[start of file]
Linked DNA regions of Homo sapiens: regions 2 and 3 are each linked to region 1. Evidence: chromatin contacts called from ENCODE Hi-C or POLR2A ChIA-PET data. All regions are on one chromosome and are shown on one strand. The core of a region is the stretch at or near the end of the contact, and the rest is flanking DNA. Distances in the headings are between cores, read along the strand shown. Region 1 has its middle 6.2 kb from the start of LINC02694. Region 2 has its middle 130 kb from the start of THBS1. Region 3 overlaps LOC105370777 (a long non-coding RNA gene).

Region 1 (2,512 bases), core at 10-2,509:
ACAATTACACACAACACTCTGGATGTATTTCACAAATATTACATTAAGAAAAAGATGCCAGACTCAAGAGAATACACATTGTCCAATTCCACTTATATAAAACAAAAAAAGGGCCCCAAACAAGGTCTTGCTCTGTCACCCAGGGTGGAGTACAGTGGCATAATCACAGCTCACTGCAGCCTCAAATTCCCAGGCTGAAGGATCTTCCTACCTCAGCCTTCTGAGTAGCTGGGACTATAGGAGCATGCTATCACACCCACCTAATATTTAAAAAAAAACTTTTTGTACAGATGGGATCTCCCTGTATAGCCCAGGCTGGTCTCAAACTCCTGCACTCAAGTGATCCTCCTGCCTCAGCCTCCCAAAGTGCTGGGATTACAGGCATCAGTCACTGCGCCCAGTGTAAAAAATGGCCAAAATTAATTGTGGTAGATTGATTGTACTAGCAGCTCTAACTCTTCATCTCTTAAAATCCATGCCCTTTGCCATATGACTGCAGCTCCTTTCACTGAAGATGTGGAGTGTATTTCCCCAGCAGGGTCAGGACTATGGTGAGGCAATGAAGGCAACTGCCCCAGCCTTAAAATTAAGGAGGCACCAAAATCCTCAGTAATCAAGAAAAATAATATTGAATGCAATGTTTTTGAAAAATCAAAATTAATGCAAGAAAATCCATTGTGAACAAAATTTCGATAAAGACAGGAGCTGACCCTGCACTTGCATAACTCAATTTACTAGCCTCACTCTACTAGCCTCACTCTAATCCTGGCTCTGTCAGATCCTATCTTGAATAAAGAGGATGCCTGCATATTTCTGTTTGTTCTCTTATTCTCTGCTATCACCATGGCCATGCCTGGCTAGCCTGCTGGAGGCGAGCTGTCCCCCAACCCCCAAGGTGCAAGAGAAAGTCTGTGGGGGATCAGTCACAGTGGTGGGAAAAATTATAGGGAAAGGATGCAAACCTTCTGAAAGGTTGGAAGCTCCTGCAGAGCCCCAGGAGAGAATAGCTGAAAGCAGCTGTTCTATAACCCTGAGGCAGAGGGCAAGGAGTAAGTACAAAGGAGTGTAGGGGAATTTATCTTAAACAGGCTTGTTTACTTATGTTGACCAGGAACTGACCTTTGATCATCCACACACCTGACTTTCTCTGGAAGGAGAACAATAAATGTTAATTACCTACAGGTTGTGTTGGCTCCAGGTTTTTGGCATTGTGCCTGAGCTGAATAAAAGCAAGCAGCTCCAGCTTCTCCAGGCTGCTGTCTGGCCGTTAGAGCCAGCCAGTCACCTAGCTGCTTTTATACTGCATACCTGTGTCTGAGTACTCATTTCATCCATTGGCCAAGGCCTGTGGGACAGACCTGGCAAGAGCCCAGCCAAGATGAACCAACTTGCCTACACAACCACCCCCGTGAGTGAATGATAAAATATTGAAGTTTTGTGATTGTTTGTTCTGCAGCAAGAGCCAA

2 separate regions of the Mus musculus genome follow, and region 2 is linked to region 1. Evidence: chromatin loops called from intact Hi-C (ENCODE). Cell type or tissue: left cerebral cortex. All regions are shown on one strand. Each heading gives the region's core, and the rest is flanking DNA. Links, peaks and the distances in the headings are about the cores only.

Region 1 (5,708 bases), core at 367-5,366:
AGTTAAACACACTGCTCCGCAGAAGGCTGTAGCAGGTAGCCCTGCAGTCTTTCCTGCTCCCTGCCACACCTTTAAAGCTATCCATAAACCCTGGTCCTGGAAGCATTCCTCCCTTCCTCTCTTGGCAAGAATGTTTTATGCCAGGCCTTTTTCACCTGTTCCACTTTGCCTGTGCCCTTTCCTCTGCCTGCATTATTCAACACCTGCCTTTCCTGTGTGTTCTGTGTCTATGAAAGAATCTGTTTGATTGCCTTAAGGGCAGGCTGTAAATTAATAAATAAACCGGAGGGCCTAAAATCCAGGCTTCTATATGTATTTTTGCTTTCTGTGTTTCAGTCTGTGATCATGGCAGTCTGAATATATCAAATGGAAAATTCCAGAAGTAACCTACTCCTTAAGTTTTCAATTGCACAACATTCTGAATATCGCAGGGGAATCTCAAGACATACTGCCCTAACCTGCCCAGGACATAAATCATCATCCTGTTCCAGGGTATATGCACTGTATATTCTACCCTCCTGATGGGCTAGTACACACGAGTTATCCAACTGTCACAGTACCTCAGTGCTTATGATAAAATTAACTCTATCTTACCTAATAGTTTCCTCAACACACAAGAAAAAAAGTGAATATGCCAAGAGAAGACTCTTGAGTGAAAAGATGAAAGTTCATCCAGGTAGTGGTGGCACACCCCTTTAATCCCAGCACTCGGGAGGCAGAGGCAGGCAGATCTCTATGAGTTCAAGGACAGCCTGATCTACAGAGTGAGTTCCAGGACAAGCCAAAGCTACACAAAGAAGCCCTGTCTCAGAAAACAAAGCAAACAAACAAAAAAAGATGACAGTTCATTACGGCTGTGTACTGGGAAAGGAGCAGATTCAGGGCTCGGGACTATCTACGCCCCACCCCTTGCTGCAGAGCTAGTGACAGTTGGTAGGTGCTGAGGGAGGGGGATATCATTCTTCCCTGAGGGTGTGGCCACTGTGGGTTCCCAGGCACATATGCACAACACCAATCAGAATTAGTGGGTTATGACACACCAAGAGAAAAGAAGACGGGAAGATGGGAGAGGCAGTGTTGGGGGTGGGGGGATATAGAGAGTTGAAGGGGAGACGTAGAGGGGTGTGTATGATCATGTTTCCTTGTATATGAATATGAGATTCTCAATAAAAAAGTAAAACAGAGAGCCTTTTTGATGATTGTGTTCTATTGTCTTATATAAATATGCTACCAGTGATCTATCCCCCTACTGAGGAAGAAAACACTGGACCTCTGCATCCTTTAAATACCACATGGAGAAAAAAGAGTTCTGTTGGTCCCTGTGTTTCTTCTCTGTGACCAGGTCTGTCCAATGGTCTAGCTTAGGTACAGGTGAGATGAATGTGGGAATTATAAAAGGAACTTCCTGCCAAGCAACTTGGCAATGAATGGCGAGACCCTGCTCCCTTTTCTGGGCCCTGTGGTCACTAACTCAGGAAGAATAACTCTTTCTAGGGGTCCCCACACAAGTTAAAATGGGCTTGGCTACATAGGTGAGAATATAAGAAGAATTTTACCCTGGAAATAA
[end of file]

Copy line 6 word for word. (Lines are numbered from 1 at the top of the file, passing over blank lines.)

AGTTAAACACACTGCTCCGCAGAAGGCTGTAGCAGGTAGCCCTGCAGTCTTTCCTGCTCCCTGCCACACCTTTAAAGCTATCCATAAACCCTGGTCCTGGAAGCATTCCTCCCTTCCTCTCTTGGCAAGAATGTTTTATGCCAGGCCTTTTTCACCTGTTCCACTTTGCCTGTGCCCTTTCCTCTGCCTGCATTATTCAACACCTGCCTTTCCTGTGTGTTCTGTGTCTATGAAAGAATCTGTTTGATTGCCTTAAGGGCAGGCTGTAAATTAATAAATAAACCGGAGGGCCTAAAATCCAGGCTTCTATATGTATTTTTGCTTTCTGTGTTTCAGTCTGTGATCATGGCAGTCTGAATATATCAAATGGAAAATTCCAGAAGTAACCTACTCCTTAAGTTTTCAATTGCACAACATTCTGAATATCGCAGGGGAATCTCAAGACATACTGCCCTAACCTGCCCAGGACATAAATCATCATCCTGTTCCAGGGTATATGCACTGTATATTCTACCCTCCTGATGGGCTAGTACACACGAGTTATCCAACTGTCACAGTACCTCAGTGCTTATGATAAAATTAACTCTATCTTACCTAATAGTTTCCTCAACACACAAGAAAAAAAGTGAATATGCCAAGAGAAGACTCTTGAGTGAAAAGATGAAAGTTCATCCAGGTAGTGGTGGCACACCCCTTTAATCCCAGCACTCGGGAGGCAGAGGCAGGCAGATCTCTATGAGTTCAAGGACAGCCTGATCTACAGAGTGAGTTCCAGGACAAGCCAAAGCTACACAAAGAAGCCCTGTCTCAGAAAACAAAGCAAACAAACAAAAAAAGATGACAGTTCATTACGGCTGTGTACTGGGAAAGGAGCAGATTCAGGGCTCGGGACTATCTACGCCCCACCCCTTGCTGCAGAGCTAGTGACAGTTGGTAGGTGCTGAGGGAGGGGGATATCATTCTTCCCTGAGGGTGTGGCCACTGTGGGTTCCCAGGCACATATGCACAACACCAATCAGAATTAGTGGGTTATGACACACCAAGAGAAAAGAAGACGGGAAGATGGGAGAGGCAGTGTTGGGGGTGGGGGGATATAGAGAGTTGAAGGGGAGACGTAGAGGGGTGTGTATGATCATGTTTCCTTGTATATGAATATGAGATTCTCAATAAAAAAGTAAAACAGAGAGCCTTTTTGATGATTGTGTTCTATTGTCTTATATAAATATGCTACCAGTGATCTATCCCCCTACTGAGGAAGAAAACACTGGACCTCTGCATCCTTTAAATACCACATGGAGAAAAAAGAGTTCTGTTGGTCCCTGTGTTTCTTCTCTGTGACCAGGTCTGTCCAATGGTCTAGCTTAGGTACAGGTGAGATGAATGTGGGAATTATAAAAGGAACTTCCTGCCAAGCAACTTGGCAATGAATGGCGAGACCCTGCTCCCTTTTCTGGGCCCTGTGGTCACTAACTCAGGAAGAATAACTCTTTCTAGGGGTCCCCACACAAGTTAAAATGGGCTTGGCTACATAGGTGAGAATATAAGAAGAATTTTACCCTGGAAATAA